Ravens man­age to im­press, even in de­feat

Baltimore Sun - - RAVENS INSIDER - Mike Pre­ston mike.pre­ston@balt­sun.com twit­ter.com/MikePre­stonSun

There was more to learn about the Ravens in their first loss of the sea­son Sun­day than in their pre­vi­ous three vic­to­ries.

The Ravens took a step up in class and lost, 28-27, to the Oak­land Raiders, but left a fa­vor­able im­pres­sion. Be­fore the 2016 sea­son is over, they could be a good team — bar­ring ma­jor in­juries.

This is not to say that the Ravens (3-1) are headed to the Su­per Bowl or will even make the play­offs, but they are poised to show ma­jor im­prove­ment from their 5-11 record in 2015. There were ques­tions about this team af­ter open­ing the sea­son with wins against the Buf­falo Bills, Cleve­land Browns and Jack­sonville Jaguars, teams that en­tered Sun­day with a com­bined record of 1-8.

But the Ravens took Oak­land (3-1) to the fi­nal sec­onds, and their de­fense slowed the NFL’s No. 2-ranked of­fense. The Ravens had 412 yards of to­tal of­fense, and they did it with­out two starters on the of­fen­sive line and with quar­ter­back Joe Flacco be­ing smacked around like a pinata.

There were a lot of things to like, but still enough prob­lems that need to be fixed. Good teams don’t com­mit 10 penal­ties for 105 yards or al­low big plays that con­trib­ute to sev­eral touch­downs. If a de­fense wants to be re­ally great, it can’t al­low a six-play, 66-yard drive on its op­po­nent’s last pos­ses­sion of the game.

Play­off-con­tend­ing teams make other teams sweat in the clos­ing min­utes, not vice versa.

“We kept the pres­sure on our­selves too much,” Ravens coach John Har­baugh said. “What we needed to do was put the pres­sure on our op­po­nents more than our­selves.” Quar­ter­back Joe Flacco took a beat­ing Sun­day from the Raiders de­fense, but the Ravens, with­out two starters on the of­fen­sive line, still com­piled 412 yards of of­fense.

They can do that with a few mod­i­fi­ca­tions, one of which took place Sun­day. The Ravens benched start­ing run­ning back Justin Forsett for Terrance West. Good move. Here’s a bet­ter one: Start­ing cor­ner­back Sha­reece Wright has been strug­gling for three straight weeks. Now it’s time to al­low rookie Tavon Young to start.

The Ravens also might want to serve sim­i­lar no­tice to safety Lar­dar­ius Webb. On this team, es­pe­cially in the sec­ondary, few jobs are safe, ex­cept for safety Eric Wed­dle’s and cor­ner­back Jimmy Smith’s.

Har­baugh also might want to sug­gest to of­fen­sive co­or­di­na­tor Marc Trest­man that he loosen his col­lar and go down­field a bit more. Every week, the Ravens come out with a dink-and-dunk pass­ing of­fense, and they don’t open it up un­til it fal­ters. I un­der­stand more teams are play­ing zone against the Ravens, which pro­hibits the long ball, but Trest­man shouldn’t let other teams dic­tate to him.

If the Ravens want to get op­pos­ing de­fenses out of Cover 2, run the foot­ball.

“I think that’s just who we are right now,” Flacco said. “We’ve just got to get jelled up more, so we’re get­ting some more yards af­ter the catch and things like that on some of those short passes.”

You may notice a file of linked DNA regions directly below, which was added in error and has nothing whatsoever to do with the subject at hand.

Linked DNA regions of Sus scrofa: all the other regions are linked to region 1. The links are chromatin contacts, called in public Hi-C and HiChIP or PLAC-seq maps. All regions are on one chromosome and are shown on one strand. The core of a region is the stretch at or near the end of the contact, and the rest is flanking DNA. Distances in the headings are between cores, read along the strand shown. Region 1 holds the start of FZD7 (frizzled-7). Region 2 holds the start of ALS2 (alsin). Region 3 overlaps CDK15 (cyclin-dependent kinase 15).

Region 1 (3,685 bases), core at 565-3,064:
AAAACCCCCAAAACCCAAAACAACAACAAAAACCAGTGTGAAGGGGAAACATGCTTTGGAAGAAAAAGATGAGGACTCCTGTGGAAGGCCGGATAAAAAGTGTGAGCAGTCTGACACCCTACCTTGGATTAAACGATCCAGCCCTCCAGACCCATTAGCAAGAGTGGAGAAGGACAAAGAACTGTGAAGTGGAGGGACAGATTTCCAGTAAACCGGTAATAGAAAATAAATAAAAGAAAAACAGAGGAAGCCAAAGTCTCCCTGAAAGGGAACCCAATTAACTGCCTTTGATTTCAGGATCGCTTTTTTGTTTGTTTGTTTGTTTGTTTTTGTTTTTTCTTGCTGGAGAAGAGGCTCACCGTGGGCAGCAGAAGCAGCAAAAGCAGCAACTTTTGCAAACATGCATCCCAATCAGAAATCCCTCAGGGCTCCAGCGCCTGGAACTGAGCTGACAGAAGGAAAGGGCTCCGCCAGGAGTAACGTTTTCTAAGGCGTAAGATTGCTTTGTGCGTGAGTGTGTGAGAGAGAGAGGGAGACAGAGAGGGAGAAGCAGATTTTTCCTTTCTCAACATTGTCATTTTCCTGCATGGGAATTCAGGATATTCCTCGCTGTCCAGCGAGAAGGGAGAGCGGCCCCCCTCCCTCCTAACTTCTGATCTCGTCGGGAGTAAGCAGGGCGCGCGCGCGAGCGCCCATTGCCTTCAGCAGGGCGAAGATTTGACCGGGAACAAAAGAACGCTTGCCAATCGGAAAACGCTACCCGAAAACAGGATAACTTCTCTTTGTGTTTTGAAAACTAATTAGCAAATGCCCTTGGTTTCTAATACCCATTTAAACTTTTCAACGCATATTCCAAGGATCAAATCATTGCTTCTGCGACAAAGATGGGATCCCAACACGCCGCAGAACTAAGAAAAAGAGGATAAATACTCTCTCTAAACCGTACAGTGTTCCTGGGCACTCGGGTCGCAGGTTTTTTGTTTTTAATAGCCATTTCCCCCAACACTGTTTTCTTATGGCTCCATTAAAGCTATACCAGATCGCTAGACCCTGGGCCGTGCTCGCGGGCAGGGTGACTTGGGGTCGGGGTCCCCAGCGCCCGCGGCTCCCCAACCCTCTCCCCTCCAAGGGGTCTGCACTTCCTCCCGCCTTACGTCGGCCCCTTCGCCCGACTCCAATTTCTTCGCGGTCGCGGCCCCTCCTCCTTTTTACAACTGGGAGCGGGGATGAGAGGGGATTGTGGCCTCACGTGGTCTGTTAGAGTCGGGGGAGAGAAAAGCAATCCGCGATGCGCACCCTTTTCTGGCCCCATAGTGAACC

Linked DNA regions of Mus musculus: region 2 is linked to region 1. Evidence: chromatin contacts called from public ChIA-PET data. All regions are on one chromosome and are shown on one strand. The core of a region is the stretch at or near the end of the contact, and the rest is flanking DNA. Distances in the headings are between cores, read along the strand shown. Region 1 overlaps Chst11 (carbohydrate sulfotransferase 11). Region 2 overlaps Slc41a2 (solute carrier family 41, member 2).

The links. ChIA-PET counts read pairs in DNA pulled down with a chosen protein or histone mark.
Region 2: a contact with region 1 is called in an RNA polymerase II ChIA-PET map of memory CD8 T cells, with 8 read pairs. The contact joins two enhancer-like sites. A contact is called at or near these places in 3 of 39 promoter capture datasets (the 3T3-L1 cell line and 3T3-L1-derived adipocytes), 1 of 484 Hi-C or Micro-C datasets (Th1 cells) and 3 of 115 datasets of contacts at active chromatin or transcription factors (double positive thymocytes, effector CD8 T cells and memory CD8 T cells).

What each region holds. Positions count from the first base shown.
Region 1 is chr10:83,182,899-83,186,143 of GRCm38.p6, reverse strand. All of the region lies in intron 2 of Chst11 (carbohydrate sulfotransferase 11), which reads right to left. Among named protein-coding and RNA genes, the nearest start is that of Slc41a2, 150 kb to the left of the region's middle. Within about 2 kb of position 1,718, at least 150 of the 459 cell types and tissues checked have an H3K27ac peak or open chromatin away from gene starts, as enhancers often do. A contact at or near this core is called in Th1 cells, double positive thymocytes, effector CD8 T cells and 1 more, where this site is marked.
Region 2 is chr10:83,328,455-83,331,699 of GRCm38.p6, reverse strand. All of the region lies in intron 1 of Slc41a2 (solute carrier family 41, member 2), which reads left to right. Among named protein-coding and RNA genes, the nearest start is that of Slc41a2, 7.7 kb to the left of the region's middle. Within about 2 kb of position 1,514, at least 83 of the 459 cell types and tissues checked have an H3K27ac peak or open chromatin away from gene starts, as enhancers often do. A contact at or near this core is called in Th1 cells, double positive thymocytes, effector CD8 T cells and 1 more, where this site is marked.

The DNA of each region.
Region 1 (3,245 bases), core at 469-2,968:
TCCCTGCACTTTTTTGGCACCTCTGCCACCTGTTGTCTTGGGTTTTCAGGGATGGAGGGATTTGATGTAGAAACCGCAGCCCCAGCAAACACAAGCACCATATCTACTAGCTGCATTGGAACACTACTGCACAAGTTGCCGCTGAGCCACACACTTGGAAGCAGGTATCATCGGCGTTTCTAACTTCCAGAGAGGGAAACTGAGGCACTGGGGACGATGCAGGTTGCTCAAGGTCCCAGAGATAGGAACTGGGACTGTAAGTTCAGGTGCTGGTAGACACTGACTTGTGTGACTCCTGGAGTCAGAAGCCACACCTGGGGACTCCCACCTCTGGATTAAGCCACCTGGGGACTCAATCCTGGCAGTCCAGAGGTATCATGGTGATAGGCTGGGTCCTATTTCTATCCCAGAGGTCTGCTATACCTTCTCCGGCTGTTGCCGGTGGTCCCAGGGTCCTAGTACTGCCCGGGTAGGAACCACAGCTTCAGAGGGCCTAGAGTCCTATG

The as­sump­tion here is that there will be more in­ter­me­di­ate and deep pass­ing routes in the Ravens of­fense Sun­day against the Wash­ing­ton Red­skins, be­cause by that time, rook­ies Alex Lewis and Ron­nie Stan­ley should be health­ier and back on the left side of the of­fen­sive line.

Can two rook­ies re­ally make that much of a dif­fer­ence? Well, did you watch the game?

The Raiders had just two sacks, but Flacco took one of those Kyle Boller-es­que beat­downs in which Oak­land showed no mercy.

But that’s one of the things that im­pressed me most Sun­day. Of­fen­sively, the Ravens still played well enough to win. There al­ways has been a de­bate in Bal­ti­more about whether Flacco is elite, but that’s ir­rel­e­vant. He’s a win­ner. Re­gard­less of the score, if he’s on the field, the Ravens have a shot at win­ning.

While he couldn’t fin­ish the job Sun­day, there were other pos­i­tive de­vel­op­ments. For the first time since in­jur­ing his Achilles ten­don last sea­son, wide re­ceiver Steve Smith Sr. showed burst and ac­cel­er­a­tion.

I liked the run­ning game as well. The more West touches the ball, the stronger he gets. The Ravens will im­prove even more once rookie Ken­neth Dixon re­turns from a leg in­jury. Cen­ter Jeremy Zut­tah dom­i­nated in the sec­ond half and turned in his best game of the sea­son.

The Ravens fi­nally got full­back Kyle Juszczyk in­volved in the pass­ing game, and that should take some of the pres­sure off Den­nis Pitta in the sec­ond half of the sea­son. Wide re­ceiver Mike Wal­lace con­tin­ues to be a weapon, even though his bone­headed taunt­ing penalty late in the game is un­ac­cept­able for a vet­eran player.

The most im­pres­sive as­pect of the Ravens’ per­for­mance was the play of the de­fense. Take away the turnovers and mis­takes com­mit­ted by the of­fense and spe­cial teams, and the Ravens played well. The front seven is get­ting bet­ter every week, and vet­eran out­side lineback­ers Ter­rell Suggs and Elvis Dumervil look health­ier.

Af­ter the first three weeks, it was hard to get a read on this team. It won, but it played some re­ally bad teams. It’s hard to pre­dict how the Raiders will fin­ish this sea­son, but they have a top quar­ter­back, two good wide re­ceivers and a strong of­fen­sive line.

Af­ter last sea­son, the con­clu­sion was that it would take the Ravens two years to be­come a se­ri­ous con­tender in the AFC again. That feel­ing hasn’t changed, but at least the signs of im­prove­ment are ev­i­dent.

Even in de­feat Sun­day, it was ap­par­ent that they can be a lot bet­ter than they’ve shown in the first quar­ter of the sea­son.


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